Ergonomic hazards are a result of physical factors that can result in musculoskeletal injuries. They can be found in every workplace and, if not managed correctly, can have significant long and short term impacts on your employees health and wellbeing. Musculoskeletal injuries are those that affect the musculoskeletal system, including damage to muscles, tendons, bones, joints, ligaments, nerves, and blood vessels. Types of ergonomic hazards include:
- Manual handling. Manual handling occurs every time you lift, put down, push, pull, carry or move a load using your hands or bodily force. Poor manual handling techniques can have serious consequences unless employees are appropriately trained in their duties. These include long term damage to the individual’s musculoskeletal system and mental health.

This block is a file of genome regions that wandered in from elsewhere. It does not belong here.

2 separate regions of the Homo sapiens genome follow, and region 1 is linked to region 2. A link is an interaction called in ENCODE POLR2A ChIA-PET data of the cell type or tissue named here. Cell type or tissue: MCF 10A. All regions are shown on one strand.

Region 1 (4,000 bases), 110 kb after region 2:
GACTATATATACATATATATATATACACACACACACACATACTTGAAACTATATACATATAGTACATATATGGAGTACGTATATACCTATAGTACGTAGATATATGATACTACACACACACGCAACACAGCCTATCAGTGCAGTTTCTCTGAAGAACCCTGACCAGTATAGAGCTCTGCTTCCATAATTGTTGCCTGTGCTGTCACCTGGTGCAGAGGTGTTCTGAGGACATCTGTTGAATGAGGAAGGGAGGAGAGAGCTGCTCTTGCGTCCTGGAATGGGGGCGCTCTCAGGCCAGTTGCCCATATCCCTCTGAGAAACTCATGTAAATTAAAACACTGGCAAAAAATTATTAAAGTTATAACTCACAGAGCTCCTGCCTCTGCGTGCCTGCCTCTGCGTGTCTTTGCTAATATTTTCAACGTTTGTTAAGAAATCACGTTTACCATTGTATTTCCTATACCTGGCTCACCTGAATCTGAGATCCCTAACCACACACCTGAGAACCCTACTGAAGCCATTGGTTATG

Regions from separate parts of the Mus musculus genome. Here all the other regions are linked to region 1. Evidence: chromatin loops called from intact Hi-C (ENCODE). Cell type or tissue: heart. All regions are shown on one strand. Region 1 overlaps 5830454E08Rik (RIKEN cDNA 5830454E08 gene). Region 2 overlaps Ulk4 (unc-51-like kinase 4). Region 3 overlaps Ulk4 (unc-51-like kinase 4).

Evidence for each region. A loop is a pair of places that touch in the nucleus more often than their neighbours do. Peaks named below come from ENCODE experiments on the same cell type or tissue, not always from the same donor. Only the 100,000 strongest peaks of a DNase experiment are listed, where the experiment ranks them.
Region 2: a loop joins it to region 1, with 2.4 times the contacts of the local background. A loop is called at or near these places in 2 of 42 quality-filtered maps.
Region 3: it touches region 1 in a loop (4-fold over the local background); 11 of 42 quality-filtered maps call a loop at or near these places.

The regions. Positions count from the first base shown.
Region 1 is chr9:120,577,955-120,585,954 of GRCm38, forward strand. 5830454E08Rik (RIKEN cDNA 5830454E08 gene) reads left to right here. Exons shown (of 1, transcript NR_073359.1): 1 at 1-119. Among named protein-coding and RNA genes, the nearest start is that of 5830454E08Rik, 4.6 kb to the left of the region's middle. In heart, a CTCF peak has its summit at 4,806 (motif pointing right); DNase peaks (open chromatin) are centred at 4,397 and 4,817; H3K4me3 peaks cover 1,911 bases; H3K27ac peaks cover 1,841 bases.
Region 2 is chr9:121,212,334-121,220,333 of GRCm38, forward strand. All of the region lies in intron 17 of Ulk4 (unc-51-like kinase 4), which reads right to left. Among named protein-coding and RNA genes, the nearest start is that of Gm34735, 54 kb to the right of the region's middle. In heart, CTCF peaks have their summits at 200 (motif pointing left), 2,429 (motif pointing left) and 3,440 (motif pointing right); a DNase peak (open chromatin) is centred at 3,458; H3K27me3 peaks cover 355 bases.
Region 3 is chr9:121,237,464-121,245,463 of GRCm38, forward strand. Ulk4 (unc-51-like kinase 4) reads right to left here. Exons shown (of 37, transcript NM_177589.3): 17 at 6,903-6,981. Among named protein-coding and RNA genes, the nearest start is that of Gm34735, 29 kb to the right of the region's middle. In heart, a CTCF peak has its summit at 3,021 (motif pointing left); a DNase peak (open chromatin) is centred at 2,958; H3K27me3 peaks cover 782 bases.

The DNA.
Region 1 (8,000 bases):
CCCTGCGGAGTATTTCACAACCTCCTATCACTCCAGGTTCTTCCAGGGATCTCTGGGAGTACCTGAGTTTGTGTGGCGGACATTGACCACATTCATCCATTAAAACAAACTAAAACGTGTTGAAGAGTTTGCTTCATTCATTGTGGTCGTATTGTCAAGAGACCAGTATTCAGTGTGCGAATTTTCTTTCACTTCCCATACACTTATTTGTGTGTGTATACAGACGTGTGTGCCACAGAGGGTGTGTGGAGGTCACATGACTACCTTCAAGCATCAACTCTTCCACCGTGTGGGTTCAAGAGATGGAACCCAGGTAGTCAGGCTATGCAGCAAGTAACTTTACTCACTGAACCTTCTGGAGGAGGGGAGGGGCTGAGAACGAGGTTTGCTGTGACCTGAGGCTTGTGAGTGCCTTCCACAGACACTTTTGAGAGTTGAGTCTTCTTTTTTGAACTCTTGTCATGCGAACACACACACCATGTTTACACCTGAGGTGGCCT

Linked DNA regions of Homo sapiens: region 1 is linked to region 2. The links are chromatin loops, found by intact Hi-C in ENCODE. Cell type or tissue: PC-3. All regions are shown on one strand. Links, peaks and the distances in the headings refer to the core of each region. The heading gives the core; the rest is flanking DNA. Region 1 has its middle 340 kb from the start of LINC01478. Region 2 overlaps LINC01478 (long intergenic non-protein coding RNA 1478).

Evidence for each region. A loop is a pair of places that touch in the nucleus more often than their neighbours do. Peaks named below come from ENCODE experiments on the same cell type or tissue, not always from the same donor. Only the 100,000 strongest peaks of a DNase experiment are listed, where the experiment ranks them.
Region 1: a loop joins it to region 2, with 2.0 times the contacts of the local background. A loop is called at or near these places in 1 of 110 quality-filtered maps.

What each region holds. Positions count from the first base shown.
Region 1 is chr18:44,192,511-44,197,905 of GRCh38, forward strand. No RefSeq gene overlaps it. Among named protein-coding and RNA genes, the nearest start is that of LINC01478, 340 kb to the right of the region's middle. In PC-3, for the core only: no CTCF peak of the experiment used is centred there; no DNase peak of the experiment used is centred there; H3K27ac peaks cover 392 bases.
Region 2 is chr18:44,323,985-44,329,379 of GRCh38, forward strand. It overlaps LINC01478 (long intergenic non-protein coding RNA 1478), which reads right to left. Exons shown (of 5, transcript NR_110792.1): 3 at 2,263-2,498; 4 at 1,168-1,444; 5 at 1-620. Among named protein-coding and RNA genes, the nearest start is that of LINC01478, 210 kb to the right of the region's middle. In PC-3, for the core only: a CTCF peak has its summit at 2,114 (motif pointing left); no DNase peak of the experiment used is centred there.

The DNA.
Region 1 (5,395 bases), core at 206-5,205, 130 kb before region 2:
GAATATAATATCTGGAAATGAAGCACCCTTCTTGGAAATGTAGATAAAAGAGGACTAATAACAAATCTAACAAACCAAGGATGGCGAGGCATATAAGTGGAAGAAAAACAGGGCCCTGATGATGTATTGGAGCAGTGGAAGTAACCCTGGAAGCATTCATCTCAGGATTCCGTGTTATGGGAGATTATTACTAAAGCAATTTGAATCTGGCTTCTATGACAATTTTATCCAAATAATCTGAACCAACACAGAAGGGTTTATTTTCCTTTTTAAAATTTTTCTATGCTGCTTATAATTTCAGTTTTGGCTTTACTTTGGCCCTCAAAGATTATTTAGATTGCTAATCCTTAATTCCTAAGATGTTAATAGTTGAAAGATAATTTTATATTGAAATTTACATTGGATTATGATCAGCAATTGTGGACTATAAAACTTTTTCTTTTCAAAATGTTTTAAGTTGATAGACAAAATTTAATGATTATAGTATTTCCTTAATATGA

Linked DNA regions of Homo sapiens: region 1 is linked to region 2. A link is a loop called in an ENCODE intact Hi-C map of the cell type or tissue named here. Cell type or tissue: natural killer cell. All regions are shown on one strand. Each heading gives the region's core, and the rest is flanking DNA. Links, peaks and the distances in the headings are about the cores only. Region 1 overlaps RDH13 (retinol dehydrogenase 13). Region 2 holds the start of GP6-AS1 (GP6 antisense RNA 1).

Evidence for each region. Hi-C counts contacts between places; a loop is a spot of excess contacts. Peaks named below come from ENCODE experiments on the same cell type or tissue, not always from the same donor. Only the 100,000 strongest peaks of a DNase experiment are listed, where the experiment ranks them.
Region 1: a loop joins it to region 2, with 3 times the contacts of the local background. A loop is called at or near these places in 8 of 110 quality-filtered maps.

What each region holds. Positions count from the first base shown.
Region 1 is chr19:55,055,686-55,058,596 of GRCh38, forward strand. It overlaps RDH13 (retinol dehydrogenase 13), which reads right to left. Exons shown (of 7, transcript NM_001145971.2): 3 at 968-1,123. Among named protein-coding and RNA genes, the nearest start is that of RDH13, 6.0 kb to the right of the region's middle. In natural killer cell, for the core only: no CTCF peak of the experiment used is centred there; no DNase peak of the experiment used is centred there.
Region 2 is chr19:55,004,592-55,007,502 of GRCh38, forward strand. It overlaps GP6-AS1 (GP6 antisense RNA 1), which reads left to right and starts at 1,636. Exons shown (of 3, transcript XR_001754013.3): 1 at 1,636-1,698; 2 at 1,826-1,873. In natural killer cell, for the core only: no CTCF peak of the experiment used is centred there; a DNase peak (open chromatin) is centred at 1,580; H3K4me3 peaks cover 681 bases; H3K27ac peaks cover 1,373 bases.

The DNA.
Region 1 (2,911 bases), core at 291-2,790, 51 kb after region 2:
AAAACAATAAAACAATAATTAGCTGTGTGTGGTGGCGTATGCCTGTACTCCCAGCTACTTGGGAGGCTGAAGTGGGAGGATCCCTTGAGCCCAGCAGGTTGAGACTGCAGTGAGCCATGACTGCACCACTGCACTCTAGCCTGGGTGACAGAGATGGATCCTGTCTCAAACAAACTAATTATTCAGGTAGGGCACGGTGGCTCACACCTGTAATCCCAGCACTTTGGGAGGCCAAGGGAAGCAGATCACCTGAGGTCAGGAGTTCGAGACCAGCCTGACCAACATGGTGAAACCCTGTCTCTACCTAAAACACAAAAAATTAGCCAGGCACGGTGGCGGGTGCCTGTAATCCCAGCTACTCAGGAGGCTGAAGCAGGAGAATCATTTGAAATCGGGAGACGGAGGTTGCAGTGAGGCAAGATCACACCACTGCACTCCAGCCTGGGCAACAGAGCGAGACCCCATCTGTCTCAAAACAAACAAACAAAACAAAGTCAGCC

- Use of display screen equipment. Most jobs in this current, technological age, will require the use of some form of display screen equipment. Prolonged use of poorly designed workstations can result in a range of ill-health effects, including musculoskeletal injuries, repetitive strain injury, fatigue and eye strain.
- Vibration. Long term use of vibrating tools can have serious health impacts including vibration white finger, sensory nerve damage, carpel tunnel syndrome and muscle and joint injuries. For more information on the impact of vibration exposure, have a look at our article: Effects of Vibration on the Body: HAVS Guidance.
Ergonomic hazards can have severely disabling impacts if they are not managed correctly. Therefore, it’s important that you understand How to Identify Ergonomic Hazards at Work and take steps to ensure that your employees can carry out their workplace activities safely.